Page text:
My guest is Denise Patrick. A well-traveled military brat, Denise developed a love of history and other cultures during her formative years.
came as naturally as
breathing and once hooked on romances, she determined to write one herself.
Historicals are her first love when it comes to romances, especially the
Regency period. Reading
She and her husband live in the western
and have two grown
children. They love to travel and their current destination of choice is U.S. . Someday she hopes to
make it to Germany to see firsthand the
places she has studied and writes about. England
Anne - Welcome to
, Denise. The summer
temperatures are climbing and that dictates we sit on the deck, enjoy the view,
and sip some cyber lemonade. If you’re comfortable, let’s talk writing. Tell us about your book. Piedmont Island
Denise - The Scarred Heart - Sometimes, the greatest casualty of war is trust.
Lionel Cantrell has all but given up hope of finding his missing wife and child. He left them in the care of his parents and older brother while he went abroad to fight the French, only to return to a marriage in shambles, a daughter who cannot possibly be his, and his wife and son fled to parts unknown.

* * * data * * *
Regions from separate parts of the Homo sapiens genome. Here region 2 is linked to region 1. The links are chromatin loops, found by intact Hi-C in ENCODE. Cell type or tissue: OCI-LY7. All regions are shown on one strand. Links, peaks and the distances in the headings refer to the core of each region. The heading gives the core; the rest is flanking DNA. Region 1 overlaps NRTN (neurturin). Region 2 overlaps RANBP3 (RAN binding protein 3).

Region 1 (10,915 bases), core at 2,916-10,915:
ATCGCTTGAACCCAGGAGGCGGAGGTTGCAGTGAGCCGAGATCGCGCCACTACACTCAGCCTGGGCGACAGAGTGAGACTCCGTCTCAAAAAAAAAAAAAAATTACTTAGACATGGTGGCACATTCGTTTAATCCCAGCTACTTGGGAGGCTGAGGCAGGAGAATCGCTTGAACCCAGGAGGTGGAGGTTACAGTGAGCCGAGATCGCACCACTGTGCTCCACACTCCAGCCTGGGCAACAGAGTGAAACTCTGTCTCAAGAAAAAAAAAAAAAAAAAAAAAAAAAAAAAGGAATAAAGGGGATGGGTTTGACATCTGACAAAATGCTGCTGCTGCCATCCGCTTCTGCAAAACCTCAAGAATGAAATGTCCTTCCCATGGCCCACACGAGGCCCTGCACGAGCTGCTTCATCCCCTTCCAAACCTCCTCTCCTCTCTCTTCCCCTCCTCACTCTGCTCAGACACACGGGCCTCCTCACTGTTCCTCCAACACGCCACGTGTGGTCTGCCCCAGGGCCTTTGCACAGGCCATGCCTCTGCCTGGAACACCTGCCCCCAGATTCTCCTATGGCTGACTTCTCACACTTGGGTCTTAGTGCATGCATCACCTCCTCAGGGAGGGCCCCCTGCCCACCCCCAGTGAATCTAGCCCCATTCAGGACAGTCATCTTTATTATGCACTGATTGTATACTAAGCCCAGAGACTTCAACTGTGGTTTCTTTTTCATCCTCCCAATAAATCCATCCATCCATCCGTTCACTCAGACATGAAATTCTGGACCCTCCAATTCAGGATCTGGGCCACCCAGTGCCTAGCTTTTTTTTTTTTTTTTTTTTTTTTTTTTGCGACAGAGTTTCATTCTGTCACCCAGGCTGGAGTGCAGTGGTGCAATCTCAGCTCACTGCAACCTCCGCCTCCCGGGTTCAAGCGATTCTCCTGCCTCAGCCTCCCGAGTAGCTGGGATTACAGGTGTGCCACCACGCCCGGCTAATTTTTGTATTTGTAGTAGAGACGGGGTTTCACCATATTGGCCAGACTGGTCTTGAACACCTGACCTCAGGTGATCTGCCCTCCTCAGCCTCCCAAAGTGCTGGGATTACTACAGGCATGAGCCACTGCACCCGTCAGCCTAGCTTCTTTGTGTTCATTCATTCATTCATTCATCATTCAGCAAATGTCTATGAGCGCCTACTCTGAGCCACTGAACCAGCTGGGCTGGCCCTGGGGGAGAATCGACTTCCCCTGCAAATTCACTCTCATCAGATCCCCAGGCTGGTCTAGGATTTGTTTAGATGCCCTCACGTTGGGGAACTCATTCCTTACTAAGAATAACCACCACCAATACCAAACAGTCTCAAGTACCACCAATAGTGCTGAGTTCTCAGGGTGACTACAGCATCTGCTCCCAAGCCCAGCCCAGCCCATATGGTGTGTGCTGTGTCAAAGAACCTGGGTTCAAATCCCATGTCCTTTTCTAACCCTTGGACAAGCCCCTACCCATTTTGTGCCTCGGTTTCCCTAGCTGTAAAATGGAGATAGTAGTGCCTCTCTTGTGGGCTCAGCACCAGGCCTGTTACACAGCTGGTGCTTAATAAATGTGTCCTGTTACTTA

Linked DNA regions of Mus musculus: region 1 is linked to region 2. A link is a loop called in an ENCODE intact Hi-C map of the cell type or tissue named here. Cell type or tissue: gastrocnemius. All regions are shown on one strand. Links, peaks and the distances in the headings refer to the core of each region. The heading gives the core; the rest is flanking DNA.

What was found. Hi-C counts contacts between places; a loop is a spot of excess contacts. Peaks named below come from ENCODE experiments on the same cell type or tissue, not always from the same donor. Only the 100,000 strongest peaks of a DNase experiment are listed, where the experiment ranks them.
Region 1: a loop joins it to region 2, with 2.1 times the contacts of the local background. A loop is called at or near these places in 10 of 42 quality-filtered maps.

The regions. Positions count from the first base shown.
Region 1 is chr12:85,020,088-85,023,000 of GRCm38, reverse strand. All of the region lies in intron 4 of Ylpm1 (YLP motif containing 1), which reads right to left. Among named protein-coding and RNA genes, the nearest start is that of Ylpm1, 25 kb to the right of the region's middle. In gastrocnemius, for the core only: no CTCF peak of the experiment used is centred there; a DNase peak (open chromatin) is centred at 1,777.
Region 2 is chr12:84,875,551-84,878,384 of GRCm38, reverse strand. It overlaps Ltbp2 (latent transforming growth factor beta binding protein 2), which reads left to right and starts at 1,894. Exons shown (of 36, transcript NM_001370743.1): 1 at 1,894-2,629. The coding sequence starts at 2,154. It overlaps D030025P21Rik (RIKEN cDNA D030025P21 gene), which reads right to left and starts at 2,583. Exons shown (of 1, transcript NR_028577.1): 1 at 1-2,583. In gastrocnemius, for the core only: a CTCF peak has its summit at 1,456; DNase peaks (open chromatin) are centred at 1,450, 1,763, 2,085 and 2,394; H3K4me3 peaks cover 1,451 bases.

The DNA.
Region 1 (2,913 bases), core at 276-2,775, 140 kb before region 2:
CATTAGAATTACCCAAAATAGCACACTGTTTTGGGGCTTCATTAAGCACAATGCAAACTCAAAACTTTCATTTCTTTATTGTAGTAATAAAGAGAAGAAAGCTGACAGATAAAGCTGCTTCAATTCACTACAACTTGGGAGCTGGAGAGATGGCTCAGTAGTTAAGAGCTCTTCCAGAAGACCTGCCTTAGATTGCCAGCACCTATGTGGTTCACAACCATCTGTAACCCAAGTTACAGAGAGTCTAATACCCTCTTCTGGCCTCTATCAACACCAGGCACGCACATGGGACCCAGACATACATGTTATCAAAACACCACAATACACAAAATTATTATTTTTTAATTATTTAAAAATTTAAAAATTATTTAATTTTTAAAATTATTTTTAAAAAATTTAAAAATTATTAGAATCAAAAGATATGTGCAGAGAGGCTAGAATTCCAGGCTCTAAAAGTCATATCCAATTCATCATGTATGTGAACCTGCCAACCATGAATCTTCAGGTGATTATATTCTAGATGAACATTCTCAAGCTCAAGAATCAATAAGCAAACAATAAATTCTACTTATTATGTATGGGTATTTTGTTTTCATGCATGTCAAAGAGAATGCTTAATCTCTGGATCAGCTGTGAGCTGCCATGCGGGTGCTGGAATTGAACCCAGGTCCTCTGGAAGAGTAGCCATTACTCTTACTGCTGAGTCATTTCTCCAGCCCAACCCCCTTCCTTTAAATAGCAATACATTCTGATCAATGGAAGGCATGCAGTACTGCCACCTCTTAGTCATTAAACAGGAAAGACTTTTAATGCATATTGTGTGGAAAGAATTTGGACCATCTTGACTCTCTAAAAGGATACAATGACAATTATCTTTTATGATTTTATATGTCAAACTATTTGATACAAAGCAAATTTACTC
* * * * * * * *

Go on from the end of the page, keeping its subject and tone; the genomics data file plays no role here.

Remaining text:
Until now. At a former comrade’s house party, Lion comes face to face with the object of his five-year search. Emma, whose cold reception is keenly edged with barely concealed panic.
When Emma’s perfect marriage to her childhood sweetheart crumbled into an unendurable year of humiliation and torment, she had no choice but to take their son—and her sanity—to build a new life under an assumed name. Her chance meeting with Lion threatens to expose long-buried emotional scars. And physical ones, the origins of which he must never know.
Emma’s stubborn refusal to explain why she won’t return home only fuels Lion’s relentless curiosity. So does their undeniable passion. Time is on his side, and his well of patience is deep. But Emma’s trauma runs far deeper…perhaps too deep for love to reach.
Anne - What do you enjoy most about writing? What part do you loathe?
Denise – I enjoy creating a story. I've been a daydreamer all my life. As a child I spent my impressionable years in
Europe. The history was so vivid that my
imagination took flight. I remember wandering through castles, palaces,
gardens, churches, and small villages and being awed by the fact that they'd
been there for so long. Even as a child, I had a fertile imagination and I
often made up stories about the people who used to live in such wondrous
places. It was a natural progression for me to study history and then write